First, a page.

Ms. Maloney has publicly said that she is not interested in challenging Ms. Waters for the post, but there is hope on Wall Street and among some on the Hill that she is merely trying to avoid a public confrontation, especially when the prospects of a Democratic takeover remain something of a longshot.
“I have talked to a lot of Democrats in Congress and there is a sense among them that seniority would not be triumphant in this case,” said one Wall Streeter closely aligned with Democrats in the House. “The ethics issue should be enough for Maxine. This isn’t a foregone conclusion.”
There is rich irony in Wall Street suddenly coalescing around Ms. Maloney in an effort to stave off Ms. Waters. In 2010, Ms. Maloney faced a fierce primary challenge from Reshma Saujani, a former hedge-funder who slammed Ms. Maloney for being needlessly hostile to the financial industry. Then, Ms. Saujani raised $1.5 million for her campaign, mostly from those same Wall Street titans now putting their faith in Ms. Maloney.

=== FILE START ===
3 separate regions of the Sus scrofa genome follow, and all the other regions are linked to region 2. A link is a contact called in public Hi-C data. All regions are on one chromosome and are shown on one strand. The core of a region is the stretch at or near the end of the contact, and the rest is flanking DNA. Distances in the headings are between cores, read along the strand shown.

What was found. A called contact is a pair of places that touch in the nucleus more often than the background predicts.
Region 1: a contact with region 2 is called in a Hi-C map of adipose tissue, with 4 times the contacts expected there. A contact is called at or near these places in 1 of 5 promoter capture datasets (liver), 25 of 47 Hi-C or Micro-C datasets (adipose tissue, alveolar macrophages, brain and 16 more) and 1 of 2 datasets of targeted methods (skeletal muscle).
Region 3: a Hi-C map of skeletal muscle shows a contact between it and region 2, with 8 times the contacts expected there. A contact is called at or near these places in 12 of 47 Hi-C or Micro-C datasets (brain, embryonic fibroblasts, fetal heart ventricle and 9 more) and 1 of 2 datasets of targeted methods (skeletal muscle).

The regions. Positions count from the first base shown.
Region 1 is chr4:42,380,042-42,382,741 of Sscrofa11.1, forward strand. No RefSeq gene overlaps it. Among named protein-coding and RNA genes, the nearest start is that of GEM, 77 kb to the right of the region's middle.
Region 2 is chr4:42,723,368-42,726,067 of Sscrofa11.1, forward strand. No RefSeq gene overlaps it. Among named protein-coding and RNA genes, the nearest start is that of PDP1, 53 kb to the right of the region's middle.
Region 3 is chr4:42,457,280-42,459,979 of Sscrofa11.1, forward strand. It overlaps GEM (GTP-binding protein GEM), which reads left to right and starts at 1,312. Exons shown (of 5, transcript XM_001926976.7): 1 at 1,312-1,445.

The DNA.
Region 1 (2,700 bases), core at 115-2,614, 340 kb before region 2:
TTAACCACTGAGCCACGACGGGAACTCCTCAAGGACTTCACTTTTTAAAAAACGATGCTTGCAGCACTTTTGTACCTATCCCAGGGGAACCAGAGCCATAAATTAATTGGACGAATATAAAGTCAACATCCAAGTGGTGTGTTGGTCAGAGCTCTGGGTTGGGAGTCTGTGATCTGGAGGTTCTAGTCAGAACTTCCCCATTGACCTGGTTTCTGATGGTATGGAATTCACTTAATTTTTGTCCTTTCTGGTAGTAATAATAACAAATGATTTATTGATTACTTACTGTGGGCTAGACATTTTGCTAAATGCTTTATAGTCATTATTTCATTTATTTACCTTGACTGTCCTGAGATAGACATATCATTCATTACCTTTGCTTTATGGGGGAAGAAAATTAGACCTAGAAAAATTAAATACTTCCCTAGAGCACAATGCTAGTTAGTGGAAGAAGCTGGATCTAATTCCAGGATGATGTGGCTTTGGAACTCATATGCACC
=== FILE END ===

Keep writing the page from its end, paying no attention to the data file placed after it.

A pitched battle between Ms. Waters and Ms. Maloney, then, represents an acute dilemma for Wall Street, especially for those who give money to political campaigns. Help the Republicans maintain control of the House to keep Ms. Waters away from the chair? Or hedge your bets to increase the likelihood that in the event of a Democratic takeover, Wall Street donors can persuade leadership to give the gavel to Ms. Maloney?
“People in finance are incredibly concerned,” said one Hill insider close to both Ms. Maloney and the financial community. “They worry that Maxine will be incredibly unpleasant to work with. She doesn’t have a history of being a partner, while Maloney, people are finding out, does.”
For her part, Ms. Waters seems confident her long service will carry her through. “Let me let you in on a secret: I am the senior-most person serving on the Financial Services Committee,” she told the 2012 California State Democratic Convention last month. “Barney Frank is about to retire, and guess who’s shaking in their boots? The too-big-to-fail banks and financial institutions and all of Wall Street because Maxine Waters is going to be the next chair of the Financial Services Committee.”